General Info: The Rocky Mountain wood tick is named after the habitat it is most commonly found – throughout the wooded areas of the Rocky Mountain states. They are also commonly referred to as wood ticks.
What Do Rocky Mountain Wood Ticks Look Like : Rocky Mountain wood ticks are oval and flat in shape and are usually brown but become gray when they are engorged. They can range from 1/8” to 5/8” in length. As is customary with the other tick species, Rocky Mountain wood ticks have 6 legs as larvae and 8 as adults.
Habits: Similar to the lone star tick, Rocky Mountain wood ticks are a three-host tick, with each stage requiring a new host. These ticks are at their highest threat level from mid-March to mid-July. Larvae and nymphs typically feed on rodents, like squirrels, chipmunks and voles, while adults feed on larger animals, including sheep, deer and humans. Rocky Mountain wood ticks are typically found in wooded areas, open grasslands and around trails where they can easily attach to a host.
Threats: The biggest threat posed by the Rocky Mountain wood tick is Rocky Mountain spotted fever (RMSF), an infectious disease that can turn deadly if not treated in a timely manner. The main symptom of RMSF is a full body rash 2-5 days after the bite.
Make sure to follow these prevention tips to reduce the risk of tick bites:
- Wear long pants, long-sleeved shirts and closed-toe shoes when outdoors.
- Wear light colored clothing so that ticks are easier to spot.
- Wear repellent containing at least 20 percent DEET.
- Keep your yard tick-free by removing weeds and cutting grass low.
- Inspect yourself, your family and pets for ticks after spending time outdoors.
- When hiking, stay in the center of trails and away from vegetation.
- If you find a tick on yourself or a family member, remove it with tweezers using a slow, steady pull so as not to break off the mouthparts and leave them in the skin. Then, wash your hands and the bite site thoroughly with soap and water. Ticks should be flushed down a toilet or wrapped tightly in tissue before disposing in a closed receptacle.
- Be on the lookout for signs of tick bites, such as a telltale red bull’s eye rash around a bite. If you suspect a tick has bitten you, seek medical attention.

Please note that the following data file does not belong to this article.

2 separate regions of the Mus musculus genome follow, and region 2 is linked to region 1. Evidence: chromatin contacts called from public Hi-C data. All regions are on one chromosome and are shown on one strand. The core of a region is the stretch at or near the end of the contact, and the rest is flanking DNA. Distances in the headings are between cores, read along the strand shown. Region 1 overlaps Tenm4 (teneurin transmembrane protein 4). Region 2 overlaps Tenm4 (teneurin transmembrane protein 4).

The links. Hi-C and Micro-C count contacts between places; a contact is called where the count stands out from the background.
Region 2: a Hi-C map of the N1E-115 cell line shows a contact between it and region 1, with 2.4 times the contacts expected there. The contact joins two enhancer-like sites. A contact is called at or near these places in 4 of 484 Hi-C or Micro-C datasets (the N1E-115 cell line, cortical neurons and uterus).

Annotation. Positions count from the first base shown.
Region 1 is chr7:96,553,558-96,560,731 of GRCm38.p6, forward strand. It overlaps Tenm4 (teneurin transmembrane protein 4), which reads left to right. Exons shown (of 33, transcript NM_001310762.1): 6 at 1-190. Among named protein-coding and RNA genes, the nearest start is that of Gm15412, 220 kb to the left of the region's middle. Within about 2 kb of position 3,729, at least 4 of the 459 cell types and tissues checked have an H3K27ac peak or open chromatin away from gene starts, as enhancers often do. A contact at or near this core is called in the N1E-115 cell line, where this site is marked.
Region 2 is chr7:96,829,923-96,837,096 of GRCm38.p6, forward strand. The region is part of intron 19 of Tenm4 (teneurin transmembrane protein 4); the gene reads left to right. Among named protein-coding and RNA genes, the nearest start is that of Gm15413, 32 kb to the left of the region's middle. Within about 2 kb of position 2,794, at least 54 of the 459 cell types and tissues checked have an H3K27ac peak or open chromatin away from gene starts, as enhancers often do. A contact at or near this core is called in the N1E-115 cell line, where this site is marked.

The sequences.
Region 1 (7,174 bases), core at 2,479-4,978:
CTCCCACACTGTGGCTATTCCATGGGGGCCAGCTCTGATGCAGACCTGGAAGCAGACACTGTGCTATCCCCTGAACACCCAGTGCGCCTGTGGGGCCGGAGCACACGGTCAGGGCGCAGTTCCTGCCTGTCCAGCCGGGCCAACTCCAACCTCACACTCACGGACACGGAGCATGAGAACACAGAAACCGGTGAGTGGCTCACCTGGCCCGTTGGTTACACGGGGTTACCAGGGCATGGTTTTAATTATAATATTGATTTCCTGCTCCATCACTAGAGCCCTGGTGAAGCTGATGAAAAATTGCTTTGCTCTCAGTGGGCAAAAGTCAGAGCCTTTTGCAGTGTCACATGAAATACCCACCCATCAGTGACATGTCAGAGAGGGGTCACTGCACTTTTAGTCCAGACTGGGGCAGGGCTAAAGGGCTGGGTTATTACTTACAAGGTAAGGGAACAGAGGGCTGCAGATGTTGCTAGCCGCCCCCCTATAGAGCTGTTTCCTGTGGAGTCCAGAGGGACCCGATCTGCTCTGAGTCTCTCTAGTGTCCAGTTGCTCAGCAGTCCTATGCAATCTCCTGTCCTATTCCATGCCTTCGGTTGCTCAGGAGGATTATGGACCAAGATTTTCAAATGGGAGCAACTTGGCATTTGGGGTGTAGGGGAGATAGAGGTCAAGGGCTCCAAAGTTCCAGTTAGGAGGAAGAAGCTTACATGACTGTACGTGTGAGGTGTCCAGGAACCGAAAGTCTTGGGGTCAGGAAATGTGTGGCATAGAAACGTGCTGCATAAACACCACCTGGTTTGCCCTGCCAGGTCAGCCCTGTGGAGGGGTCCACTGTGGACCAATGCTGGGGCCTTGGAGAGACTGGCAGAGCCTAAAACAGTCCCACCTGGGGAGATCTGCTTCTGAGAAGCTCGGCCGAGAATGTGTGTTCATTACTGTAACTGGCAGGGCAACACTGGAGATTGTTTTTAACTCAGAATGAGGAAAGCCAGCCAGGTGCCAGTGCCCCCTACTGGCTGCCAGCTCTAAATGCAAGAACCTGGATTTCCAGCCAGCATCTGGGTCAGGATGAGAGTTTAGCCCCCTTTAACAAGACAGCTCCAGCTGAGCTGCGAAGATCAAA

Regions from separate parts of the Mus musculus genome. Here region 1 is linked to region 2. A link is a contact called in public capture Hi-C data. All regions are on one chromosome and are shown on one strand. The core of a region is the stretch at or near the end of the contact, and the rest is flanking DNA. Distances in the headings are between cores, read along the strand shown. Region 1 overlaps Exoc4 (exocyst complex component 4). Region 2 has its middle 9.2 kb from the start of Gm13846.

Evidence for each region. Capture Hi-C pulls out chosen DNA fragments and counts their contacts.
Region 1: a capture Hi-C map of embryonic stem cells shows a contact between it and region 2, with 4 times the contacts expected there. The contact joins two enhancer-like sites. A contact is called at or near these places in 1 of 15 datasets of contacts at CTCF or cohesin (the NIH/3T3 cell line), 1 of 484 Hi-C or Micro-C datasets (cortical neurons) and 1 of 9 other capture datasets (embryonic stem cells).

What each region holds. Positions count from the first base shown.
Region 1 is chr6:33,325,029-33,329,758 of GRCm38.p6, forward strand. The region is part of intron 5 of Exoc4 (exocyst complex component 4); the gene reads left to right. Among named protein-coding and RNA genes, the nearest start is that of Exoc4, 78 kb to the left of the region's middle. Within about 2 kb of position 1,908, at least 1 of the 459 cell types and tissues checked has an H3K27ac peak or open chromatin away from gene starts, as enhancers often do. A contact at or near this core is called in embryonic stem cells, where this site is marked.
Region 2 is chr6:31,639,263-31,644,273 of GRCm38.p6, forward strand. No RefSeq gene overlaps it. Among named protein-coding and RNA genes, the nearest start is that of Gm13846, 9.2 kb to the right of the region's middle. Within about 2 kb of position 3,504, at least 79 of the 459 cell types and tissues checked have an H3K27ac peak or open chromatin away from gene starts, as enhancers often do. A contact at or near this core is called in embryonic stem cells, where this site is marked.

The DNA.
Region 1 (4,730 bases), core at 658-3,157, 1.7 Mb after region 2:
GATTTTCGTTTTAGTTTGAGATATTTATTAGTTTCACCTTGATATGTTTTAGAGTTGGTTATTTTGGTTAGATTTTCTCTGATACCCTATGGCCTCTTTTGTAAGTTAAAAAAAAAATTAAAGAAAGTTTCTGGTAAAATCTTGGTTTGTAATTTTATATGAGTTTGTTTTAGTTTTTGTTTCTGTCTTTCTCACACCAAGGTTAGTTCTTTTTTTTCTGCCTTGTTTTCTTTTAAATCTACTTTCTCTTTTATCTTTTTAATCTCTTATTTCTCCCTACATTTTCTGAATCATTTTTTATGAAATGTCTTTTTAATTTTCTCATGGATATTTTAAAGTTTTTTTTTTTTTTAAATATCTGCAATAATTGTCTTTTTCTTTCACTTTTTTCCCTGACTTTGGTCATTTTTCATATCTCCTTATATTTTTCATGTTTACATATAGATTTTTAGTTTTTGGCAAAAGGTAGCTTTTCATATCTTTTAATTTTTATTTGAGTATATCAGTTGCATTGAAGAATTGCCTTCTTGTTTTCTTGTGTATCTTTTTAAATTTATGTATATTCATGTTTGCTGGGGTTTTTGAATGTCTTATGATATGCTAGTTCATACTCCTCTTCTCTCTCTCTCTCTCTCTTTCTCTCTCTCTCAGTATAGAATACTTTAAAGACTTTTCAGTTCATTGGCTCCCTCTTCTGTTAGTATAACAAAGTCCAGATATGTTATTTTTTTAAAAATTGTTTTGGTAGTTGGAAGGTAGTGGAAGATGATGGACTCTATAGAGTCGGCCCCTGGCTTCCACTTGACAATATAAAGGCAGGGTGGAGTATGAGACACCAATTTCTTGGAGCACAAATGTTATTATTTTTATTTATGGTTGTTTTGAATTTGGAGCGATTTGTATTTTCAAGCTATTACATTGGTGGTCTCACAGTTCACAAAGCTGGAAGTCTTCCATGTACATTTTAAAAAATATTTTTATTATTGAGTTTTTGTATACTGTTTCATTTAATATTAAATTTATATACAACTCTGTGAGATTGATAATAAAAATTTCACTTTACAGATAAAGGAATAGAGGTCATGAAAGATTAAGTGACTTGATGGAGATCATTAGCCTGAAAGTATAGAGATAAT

- Learn the symptoms of Lyme disease and consult with your doctor immediately if you are concerned or experiencing symptoms.
- If you find a tick in your home or are experiencing a tick problem on your property, contact a licensed pest control professional who can recommend a course of action.
Now that winter has passed, it’s important to note that coronavirus is not spread by vector pests.
Deer Tick Identification Removal, Bite, What does a Deer Tick Look Like
Deer Tick Identification
Deer Tick Identification…is important if you want to know whether your bite or bites are from this specific variety as they can carry lyme disease.
We are often asked what does a deer tick look like, so we have provided a photo (above) and pictures of this nasty littleparasite and also a guide to the home removal and the best way to remove ticks from dogs…
Deer Tick Identification – Made Easy!
- The best way to identify adeer tick is to look at it’s size, shape and color.
- During each stage intheir life cycle they have a black head and just behind their head theyhave a black dorsal shield.
There are other characteristics which make identification easier butthis would need to be done under a microscope….for example…
- Their anal openinglooks very similar to a belly button and is on the underside of theparasite
- The difference with adeer tick is that their anal opening is nearerthe lower edge of the abdomen and sits in a ridge that is shaped like ahorseshoe.
- Common typesof ticks have ridges on thebottom edge of the abdomen known as festoons – deer ticks do nothave festoons.
Deer Tick Identification
Tick Life cycle
Thetick life cycle goes through three developmental stages…
Follow the advice and pictures that we have provided below on each developmental stage so that your are more able to identify this nasty little parasite, and hopefully avoid a bite.
Deer Tick Eggs
The life cycleof this nasty little parasite starts with the female laying a clutch ofeggs, like the ones in the picture above. These eggs will then hatchinto larva.